A Support Vector Machine Base Model for Predicting Heparin-Binding Proteins Using Biological Metrics and XB Patterns as Features
Date of Graduation
Bachelor of Science
Computer Science and Computer Engineering
Committee Member/Second Reader
Heparin is a highly sulphated and negatively charged polysaccharides belonging to the glycosamino- glycans(GAGs) family. It is widely used in medical treatments as an injectable anticoagulant. Although many heparin-binding proteins have been identified through experimental studies, there are still many proteins needing to be classified as heparin-binding or not. Many studies have been aimed at prediction of heparin binding patterns or motifs in the primary structure of proteins. For example XBBXBX and XBBBXXBX are two well-known patterns or motifs. In spite of intensive studies, still no good model has emerged which reasonably predicts proteins in the protein database as heparin-binding or not. The main objective of this study is to be able to predict heparin-binding proteins from their amino acid sequence information. A supervised learning algorithm based on support vector machine (SVM) is applied to two data sets; each contains 70 proteins, which are known to be heparin-binding and non-heparin-binding respectively. With appropriate adjustment of the parameters of the support vector machines, severl models are produced by the computer algorithm. These models are used to classify those proteins that are not used in the learning or training. The testing set contains 137 proteins with 104 of them are known to be heparin-binding and the rest of 33 proteins are known to be non-heparin-binding. For the testing set, the models achieve ~75% accuracy in predicting heparin binding proteins. For the complete data set, the model achieves ~87% accuracy. The current models use different combinations of XB patterns and biological metrics as features in a higher dimensional vector space.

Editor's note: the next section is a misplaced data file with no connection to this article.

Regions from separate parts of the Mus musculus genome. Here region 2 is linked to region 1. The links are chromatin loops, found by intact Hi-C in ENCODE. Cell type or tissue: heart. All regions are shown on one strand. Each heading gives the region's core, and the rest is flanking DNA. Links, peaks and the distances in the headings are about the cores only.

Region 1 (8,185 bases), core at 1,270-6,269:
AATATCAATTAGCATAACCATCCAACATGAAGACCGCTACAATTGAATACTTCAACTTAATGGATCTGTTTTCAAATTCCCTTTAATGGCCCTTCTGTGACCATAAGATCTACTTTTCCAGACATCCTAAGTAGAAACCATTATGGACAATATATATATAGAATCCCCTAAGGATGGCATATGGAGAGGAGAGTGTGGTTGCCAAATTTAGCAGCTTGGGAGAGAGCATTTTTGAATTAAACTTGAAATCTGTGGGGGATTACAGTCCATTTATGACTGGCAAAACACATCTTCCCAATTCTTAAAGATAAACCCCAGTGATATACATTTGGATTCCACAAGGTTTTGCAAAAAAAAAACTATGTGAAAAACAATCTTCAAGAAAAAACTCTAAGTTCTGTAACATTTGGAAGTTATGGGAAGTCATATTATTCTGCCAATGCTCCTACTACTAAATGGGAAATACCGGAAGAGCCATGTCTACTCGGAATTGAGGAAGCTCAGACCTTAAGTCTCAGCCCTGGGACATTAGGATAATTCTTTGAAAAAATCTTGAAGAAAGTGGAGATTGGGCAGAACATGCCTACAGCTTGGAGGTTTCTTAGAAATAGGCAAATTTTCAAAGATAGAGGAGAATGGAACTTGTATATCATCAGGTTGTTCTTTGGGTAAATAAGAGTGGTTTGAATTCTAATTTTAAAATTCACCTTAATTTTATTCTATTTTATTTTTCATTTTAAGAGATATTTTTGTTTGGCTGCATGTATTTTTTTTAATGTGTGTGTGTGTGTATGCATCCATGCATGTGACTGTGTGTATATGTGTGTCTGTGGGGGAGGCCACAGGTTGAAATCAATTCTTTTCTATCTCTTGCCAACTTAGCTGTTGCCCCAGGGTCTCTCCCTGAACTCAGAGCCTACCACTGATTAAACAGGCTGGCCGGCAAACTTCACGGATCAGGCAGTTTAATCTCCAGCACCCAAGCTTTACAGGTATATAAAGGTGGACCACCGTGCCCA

Sirrianni, J. W. (2016). A Support Vector Machine Base Model for Predicting Heparin-Binding Proteins Using Biological Metrics and XB Patterns as Features. Computer Science and Computer Engineering Undergraduate Honors Theses Retrieved from https://scholarworks.uark.edu/csceuht/39